“Memory is the residue of thought.”–Daniel Willingham
When considering the factors leading to pupil progress, it is tempting to over complicate the issue. Whilst teaching is doubtless a complex art (or is it a science?), can learning really be attributed to one crucial variable: the amount of time that pupils spend ‘thinking hard’? Continue Reading
In 2015, I’ve been trying to reduce the amount of time I spend marking by finding more efficient and effective strategies for providing feedback. Doing this has made me increasingly reflective about the link between formative feedback and pupil progress. In 2016, I’m committing to a more considered approach which takes into account some of the research in this area. Continue Reading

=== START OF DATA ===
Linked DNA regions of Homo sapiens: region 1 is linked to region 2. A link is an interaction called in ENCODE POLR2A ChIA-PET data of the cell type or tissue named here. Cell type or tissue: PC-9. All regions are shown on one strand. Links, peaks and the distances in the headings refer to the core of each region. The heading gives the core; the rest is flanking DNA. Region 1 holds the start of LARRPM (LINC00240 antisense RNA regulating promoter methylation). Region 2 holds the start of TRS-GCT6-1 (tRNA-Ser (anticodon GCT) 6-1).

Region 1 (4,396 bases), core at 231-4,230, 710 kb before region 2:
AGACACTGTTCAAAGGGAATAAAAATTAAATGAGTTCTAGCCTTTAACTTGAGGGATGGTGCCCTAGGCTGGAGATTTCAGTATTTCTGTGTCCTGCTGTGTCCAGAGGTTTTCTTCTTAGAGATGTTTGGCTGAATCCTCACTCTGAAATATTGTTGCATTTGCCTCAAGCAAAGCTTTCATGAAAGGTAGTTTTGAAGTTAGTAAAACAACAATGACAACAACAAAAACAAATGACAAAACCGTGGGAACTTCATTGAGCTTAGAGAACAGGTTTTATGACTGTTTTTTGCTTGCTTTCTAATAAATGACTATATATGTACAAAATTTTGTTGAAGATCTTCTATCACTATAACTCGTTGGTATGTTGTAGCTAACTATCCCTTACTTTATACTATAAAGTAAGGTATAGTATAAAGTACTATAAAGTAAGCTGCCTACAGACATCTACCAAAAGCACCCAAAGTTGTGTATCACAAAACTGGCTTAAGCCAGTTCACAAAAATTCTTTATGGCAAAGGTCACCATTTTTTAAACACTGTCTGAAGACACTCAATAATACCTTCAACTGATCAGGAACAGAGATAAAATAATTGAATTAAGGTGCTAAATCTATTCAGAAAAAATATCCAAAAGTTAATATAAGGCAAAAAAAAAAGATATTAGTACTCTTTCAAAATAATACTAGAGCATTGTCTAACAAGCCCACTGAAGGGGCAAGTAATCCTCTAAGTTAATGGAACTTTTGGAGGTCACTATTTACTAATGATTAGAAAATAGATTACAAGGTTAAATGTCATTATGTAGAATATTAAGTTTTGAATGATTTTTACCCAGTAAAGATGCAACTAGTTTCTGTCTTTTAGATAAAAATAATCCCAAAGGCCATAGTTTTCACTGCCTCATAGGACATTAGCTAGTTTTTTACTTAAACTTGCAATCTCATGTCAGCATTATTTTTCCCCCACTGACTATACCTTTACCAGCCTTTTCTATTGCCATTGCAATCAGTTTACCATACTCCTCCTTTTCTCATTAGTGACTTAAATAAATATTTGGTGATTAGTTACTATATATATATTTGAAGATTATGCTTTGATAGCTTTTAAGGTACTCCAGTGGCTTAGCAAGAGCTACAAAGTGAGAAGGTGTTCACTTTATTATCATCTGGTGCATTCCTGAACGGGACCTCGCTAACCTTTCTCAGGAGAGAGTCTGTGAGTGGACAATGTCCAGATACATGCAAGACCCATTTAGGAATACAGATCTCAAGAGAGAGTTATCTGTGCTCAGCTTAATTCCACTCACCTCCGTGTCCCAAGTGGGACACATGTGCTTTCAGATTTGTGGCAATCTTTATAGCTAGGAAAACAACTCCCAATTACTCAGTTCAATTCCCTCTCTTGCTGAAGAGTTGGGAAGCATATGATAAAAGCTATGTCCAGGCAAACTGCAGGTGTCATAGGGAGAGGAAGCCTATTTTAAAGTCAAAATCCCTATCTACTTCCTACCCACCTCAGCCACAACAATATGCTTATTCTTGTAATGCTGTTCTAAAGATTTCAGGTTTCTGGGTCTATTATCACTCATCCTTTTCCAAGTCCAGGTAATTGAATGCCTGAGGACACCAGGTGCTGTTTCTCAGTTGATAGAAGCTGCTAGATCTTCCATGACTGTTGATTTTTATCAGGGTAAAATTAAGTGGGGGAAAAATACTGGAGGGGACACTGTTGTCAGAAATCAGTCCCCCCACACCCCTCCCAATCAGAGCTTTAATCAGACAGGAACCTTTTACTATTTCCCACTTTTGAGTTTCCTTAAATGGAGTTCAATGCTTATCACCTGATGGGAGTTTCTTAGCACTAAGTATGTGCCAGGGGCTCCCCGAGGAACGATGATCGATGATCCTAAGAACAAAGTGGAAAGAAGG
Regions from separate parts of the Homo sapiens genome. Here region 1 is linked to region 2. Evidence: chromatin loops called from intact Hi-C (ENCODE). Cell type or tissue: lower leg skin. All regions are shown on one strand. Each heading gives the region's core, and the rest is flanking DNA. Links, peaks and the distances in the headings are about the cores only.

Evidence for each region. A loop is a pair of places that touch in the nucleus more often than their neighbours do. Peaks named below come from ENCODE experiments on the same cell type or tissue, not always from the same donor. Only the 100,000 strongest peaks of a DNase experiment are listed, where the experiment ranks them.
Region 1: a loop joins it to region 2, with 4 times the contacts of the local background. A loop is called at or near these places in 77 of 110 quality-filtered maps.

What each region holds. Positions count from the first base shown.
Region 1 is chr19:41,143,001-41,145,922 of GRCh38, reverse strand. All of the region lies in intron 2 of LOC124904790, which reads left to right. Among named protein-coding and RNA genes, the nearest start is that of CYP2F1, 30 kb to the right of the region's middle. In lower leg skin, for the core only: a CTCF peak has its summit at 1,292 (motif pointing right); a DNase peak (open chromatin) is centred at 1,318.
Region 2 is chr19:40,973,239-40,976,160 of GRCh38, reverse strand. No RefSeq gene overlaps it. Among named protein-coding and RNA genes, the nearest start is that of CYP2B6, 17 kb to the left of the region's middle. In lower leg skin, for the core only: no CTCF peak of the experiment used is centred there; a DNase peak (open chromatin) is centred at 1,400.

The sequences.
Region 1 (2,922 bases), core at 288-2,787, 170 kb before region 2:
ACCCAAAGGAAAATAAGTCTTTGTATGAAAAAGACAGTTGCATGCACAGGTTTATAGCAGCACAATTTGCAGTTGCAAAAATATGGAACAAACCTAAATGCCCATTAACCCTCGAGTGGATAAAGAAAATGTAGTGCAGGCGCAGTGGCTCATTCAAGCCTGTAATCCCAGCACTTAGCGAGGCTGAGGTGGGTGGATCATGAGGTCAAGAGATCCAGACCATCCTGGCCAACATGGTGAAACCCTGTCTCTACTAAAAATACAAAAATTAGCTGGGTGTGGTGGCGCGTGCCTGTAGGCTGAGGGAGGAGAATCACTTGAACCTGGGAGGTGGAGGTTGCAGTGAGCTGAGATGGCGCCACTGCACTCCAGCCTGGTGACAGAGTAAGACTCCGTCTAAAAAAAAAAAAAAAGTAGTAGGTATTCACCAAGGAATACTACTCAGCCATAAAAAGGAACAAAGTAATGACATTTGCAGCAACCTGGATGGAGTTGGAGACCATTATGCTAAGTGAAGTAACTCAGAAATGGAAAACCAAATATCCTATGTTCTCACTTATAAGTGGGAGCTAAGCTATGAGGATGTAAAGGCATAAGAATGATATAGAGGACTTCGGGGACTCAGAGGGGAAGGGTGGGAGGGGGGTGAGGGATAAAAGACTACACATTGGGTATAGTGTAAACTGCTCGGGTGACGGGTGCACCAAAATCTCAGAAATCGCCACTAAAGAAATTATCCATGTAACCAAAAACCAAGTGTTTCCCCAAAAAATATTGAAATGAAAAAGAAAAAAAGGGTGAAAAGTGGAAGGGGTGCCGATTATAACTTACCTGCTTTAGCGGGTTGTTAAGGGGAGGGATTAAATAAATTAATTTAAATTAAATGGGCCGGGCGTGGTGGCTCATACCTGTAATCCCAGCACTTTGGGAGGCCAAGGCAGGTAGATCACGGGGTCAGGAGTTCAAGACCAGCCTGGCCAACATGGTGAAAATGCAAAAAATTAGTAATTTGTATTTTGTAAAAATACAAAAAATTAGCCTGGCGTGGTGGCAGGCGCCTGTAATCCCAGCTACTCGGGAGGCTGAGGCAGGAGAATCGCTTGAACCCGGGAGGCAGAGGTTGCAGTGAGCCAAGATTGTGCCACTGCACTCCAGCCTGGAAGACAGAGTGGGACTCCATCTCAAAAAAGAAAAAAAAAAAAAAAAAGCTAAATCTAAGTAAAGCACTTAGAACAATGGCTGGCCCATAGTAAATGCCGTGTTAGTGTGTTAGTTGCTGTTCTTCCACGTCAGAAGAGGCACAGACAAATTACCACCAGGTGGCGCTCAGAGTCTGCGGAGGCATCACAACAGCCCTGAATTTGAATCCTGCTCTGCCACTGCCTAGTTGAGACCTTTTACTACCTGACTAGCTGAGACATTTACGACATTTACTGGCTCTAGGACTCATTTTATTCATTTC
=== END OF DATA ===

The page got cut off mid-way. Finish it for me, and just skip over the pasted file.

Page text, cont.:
As human beings we are bombarded with messages that shape our understanding of our environment on a daily basis. As a member of staff at Kennet School we can associate a pupil with belonging to a particular house in a split second, just by a colour. In our home life, through our exposure to media advertising, it is possible to associate a single letter from a logo to a particular brand or product. In an effort to increase sales, companies invest millions of pounds in product placement to get their new accessory to be associated with a high profile film. With Christmas around the corner, we associate Santa Claus as being a plump man with rosy cheeks and a bushy white beard. The key to all of these examples is the association. We see something and we associate it with something else. It is a natural part of human behaviour; however these associations can also shape our beliefs in either a positive or negative way.